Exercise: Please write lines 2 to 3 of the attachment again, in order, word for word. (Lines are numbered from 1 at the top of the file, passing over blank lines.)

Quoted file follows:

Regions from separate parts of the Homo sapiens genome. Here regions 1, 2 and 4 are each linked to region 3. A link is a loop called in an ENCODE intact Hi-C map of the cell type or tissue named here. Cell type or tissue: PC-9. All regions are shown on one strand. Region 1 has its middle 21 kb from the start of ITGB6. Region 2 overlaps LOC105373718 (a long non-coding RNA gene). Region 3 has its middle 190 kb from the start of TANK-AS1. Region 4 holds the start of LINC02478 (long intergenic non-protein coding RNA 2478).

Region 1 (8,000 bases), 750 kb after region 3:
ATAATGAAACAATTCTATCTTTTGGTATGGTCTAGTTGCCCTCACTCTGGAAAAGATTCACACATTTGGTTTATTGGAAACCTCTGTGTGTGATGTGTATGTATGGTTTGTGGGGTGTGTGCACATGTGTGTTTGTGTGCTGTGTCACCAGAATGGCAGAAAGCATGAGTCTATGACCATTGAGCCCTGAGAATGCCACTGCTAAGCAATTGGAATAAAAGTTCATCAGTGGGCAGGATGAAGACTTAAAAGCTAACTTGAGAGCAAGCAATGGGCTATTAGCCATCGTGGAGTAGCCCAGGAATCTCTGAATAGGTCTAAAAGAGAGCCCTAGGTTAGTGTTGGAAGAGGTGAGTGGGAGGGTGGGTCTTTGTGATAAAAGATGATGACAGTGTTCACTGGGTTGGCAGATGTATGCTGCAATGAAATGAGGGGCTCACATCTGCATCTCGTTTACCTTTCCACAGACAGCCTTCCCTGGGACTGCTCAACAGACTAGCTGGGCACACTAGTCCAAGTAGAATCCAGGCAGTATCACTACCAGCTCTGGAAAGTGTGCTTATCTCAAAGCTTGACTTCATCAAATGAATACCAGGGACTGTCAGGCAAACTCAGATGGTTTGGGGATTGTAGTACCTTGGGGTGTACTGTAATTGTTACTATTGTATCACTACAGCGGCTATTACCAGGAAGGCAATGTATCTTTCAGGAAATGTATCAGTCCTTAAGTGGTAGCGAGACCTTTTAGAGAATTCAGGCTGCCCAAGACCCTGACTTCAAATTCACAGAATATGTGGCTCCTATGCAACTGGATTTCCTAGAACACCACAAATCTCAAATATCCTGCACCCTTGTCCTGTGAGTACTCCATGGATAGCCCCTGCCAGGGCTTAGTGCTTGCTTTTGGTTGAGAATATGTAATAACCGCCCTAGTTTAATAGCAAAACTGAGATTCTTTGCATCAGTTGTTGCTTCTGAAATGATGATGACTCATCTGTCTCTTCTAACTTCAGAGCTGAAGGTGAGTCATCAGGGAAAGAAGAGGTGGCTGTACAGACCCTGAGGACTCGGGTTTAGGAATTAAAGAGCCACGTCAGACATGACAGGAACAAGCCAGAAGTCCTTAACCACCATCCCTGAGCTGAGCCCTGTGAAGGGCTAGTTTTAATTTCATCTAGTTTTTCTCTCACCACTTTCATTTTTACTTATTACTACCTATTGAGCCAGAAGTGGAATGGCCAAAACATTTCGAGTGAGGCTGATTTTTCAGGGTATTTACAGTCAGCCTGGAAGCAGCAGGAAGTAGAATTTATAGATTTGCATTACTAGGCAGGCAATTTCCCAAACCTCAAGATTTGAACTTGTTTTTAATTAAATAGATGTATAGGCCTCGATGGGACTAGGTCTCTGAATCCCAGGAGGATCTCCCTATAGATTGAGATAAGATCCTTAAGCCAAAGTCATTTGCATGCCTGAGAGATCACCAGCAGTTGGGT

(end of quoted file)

Region 1 (8,000 bases), 750 kb after region 3:
ATAATGAAACAATTCTATCTTTTGGTATGGTCTAGTTGCCCTCACTCTGGAAAAGATTCACACATTTGGTTTATTGGAAACCTCTGTGTGTGATGTGTATGTATGGTTTGTGGGGTGTGTGCACATGTGTGTTTGTGTGCTGTGTCACCAGAATGGCAGAAAGCATGAGTCTATGACCATTGAGCCCTGAGAATGCCACTGCTAAGCAATTGGAATAAAAGTTCATCAGTGGGCAGGATGAAGACTTAAAAGCTAACTTGAGAGCAAGCAATGGGCTATTAGCCATCGTGGAGTAGCCCAGGAATCTCTGAATAGGTCTAAAAGAGAGCCCTAGGTTAGTGTTGGAAGAGGTGAGTGGGAGGGTGGGTCTTTGTGATAAAAGATGATGACAGTGTTCACTGGGTTGGCAGATGTATGCTGCAATGAAATGAGGGGCTCACATCTGCATCTCGTTTACCTTTCCACAGACAGCCTTCCCTGGGACTGCTCAACAGACTAGCTGGGCACACTAGTCCAAGTAGAATCCAGGCAGTATCACTACCAGCTCTGGAAAGTGTGCTTATCTCAAAGCTTGACTTCATCAAATGAATACCAGGGACTGTCAGGCAAACTCAGATGGTTTGGGGATTGTAGTACCTTGGGGTGTACTGTAATTGTTACTATTGTATCACTACAGCGGCTATTACCAGGAAGGCAATGTATCTTTCAGGAAATGTATCAGTCCTTAAGTGGTAGCGAGACCTTTTAGAGAATTCAGGCTGCCCAAGACCCTGACTTCAAATTCACAGAATATGTGGCTCCTATGCAACTGGATTTCCTAGAACACCACAAATCTCAAATATCCTGCACCCTTGTCCTGTGAGTACTCCATGGATAGCCCCTGCCAGGGCTTAGTGCTTGCTTTTGGTTGAGAATATGTAATAACCGCCCTAGTTTAATAGCAAAACTGAGATTCTTTGCATCAGTTGTTGCTTCTGAAATGATGATGACTCATCTGTCTCTTCTAACTTCAGAGCTGAAGGTGAGTCATCAGGGAAAGAAGAGGTGGCTGTACAGACCCTGAGGACTCGGGTTTAGGAATTAAAGAGCCACGTCAGACATGACAGGAACAAGCCAGAAGTCCTTAACCACCATCCCTGAGCTGAGCCCTGTGAAGGGCTAGTTTTAATTTCATCTAGTTTTTCTCTCACCACTTTCATTTTTACTTATTACTACCTATTGAGCCAGAAGTGGAATGGCCAAAACATTTCGAGTGAGGCTGATTTTTCAGGGTATTTACAGTCAGCCTGGAAGCAGCAGGAAGTAGAATTTATAGATTTGCATTACTAGGCAGGCAATTTCCCAAACCTCAAGATTTGAACTTGTTTTTAATTAAATAGATGTATAGGCCTCGATGGGACTAGGTCTCTGAATCCCAGGAGGATCTCCCTATAGATTGAGATAAGATCCTTAAGCCAAAGTCATTTGCATGCCTGAGAGATCACCAGCAGTTGGGT